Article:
Even so, Justice Rothstein seems to be crafting a definition of “hatred” that is very personal: “hatred” is not “calumny” but includes “contempt” and may dehumanize an individual or a group of individuals. This concept of “dehumanization” is consistent with universal human rights principles, which evolved out of the atrocities of World War II and is related to the Nazi Germany objective, as evidenced by their laws and actions, to strip Jews, Gypsies, Homosexuals, and other minority groups of their humanity. The converse of this is the well-entrenched Charter value of “human dignity.” This definition of hatred, according to Justice Rothstein, taken from case law principles, provides an objective, clear, and identifiable standard to be imposed, which “excludes merely offensive or hurtful expression” but includes “extreme and egregious examples of delegitimizing expression as hate speech.”

In the end, the SCC by carving out a definition of hate speech consistent with the approved authorities and by excising meanings which were not consistent with the standard of hatred, created an “emotionless” template for tribunals and courts. As discussed in my previous blog on the SCC’s recent decision on duress, which approved of the objectification of the test for duress despite cogent arguments by legal theorist George Fletcher to embrace individualization, this “shoe-horning” of value-laden terms into the objective category may not be a true reflection of society’s values and may, in the end, diminish the deeply personal meaning of such values in favour of the rule of law.

 

Monday
Nov212011

Blog Update: The Limits Of Expression

In the November 19 blog entitled A Message Of Tolerance, I discussed the most recent decision by Alberta Provincial Court Judge Bascom to quash a University of Calgary trespass notice against William Whatcott for handing out anti-gay literature on campus. This case is an intersection of two current controversies surrounding freedom of expression: expression on campus and hate speech.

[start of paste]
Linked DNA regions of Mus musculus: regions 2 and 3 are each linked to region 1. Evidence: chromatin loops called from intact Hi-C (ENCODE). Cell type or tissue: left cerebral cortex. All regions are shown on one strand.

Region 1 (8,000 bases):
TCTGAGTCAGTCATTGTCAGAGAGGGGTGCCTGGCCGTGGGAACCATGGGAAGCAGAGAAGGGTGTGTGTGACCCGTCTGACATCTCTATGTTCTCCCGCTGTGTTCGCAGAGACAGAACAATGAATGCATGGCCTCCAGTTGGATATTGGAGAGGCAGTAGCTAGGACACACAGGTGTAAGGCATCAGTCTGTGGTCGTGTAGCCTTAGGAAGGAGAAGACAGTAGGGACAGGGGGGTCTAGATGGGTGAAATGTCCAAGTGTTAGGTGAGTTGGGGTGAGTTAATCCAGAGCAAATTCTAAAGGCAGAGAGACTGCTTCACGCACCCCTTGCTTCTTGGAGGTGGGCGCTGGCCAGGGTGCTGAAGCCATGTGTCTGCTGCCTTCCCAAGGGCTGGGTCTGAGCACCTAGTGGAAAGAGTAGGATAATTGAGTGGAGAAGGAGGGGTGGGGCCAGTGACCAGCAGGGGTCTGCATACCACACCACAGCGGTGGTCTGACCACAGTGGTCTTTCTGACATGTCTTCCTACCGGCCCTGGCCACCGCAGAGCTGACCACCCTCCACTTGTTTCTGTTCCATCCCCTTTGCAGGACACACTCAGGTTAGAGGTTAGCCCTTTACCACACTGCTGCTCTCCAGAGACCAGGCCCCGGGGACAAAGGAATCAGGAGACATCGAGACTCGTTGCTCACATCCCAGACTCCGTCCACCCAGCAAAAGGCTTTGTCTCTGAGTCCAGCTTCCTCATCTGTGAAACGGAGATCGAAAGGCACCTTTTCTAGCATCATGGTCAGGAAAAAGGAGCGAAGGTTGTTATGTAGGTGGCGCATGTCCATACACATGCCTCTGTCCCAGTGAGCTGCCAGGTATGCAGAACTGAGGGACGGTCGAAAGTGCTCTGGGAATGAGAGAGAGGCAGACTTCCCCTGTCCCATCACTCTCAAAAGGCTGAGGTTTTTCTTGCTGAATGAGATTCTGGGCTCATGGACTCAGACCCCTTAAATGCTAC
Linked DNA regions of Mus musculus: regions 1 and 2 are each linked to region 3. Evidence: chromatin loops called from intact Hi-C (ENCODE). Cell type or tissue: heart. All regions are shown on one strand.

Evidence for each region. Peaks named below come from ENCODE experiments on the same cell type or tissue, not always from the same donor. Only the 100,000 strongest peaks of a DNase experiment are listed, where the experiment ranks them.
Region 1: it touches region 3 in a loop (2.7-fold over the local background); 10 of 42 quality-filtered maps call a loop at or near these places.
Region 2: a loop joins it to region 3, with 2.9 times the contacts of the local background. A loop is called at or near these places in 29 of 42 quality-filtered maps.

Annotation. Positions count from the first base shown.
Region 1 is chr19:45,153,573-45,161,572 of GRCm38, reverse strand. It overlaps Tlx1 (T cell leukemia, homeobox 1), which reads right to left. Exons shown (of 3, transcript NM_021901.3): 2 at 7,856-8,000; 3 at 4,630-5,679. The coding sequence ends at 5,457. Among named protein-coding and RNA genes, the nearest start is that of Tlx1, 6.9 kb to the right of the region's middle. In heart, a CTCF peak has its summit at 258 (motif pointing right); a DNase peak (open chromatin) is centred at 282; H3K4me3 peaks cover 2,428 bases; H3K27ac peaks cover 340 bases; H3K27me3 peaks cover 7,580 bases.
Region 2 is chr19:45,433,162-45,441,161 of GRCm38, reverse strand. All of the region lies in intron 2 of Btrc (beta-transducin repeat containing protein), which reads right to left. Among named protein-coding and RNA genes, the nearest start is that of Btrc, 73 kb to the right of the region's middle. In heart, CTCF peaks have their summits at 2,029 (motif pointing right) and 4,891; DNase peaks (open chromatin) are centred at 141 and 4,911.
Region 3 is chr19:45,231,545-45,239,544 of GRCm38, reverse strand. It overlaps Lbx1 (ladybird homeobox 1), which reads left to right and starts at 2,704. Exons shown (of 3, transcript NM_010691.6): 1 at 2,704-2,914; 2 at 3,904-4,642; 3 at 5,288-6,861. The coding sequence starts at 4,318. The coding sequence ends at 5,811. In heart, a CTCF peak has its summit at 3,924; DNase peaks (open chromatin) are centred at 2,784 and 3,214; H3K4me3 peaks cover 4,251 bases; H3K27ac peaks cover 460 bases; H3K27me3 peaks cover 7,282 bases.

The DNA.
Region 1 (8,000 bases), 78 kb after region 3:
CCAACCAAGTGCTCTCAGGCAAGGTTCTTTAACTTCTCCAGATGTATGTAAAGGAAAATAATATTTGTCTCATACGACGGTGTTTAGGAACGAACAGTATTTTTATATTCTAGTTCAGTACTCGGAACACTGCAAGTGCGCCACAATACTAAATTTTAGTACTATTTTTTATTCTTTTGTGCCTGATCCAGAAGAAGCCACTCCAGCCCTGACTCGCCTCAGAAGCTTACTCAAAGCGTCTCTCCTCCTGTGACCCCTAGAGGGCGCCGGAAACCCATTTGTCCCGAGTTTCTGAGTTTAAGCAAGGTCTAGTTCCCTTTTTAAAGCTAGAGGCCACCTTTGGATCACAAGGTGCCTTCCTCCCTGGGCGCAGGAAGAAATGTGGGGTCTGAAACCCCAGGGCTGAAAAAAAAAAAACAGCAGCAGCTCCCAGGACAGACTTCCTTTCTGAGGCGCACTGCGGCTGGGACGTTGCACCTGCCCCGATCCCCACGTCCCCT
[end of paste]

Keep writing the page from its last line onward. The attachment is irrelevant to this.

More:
Although wilfully promoting hatred under s. 319 of the Criminal Code infringes s.2(b) freedom of expression rights under the Charter, it is a justifiable infringement under s.1. In both the Keegstra case and the Zundel case, the Supreme Court of Canada recognized the expressive content of hate speech, albeit repugnant. It is under the s.1 analysis, wherein the Court determines if limiting the expression in a particular instance is justified, where the balancing of expression against Charter values of multiculturalism, equality, and human dignity occur. In this context, expression can and has been limited, particularly where such expression reaches criminal proportions.

However, it is in the non-criminal arena of human rights codes where the line between protection and limitation is not clearly drawn. Criminal hate offences require proof of a high level of subjective mens rea or fault element. Hate speech violations under the human rights codes do not require such a high level of intent, which is at the core of the issue in the other Whatcott case, now under reserve at the Supreme Court of Canada.

Similarly, the Boission v. Lund case, set to be heard at the Alberta Court of Appeal on December 7, raises the spectre of hate speech and limits to expression. There too the extent to which non-criminal hate speech can be restricted by human rights codes will be considered.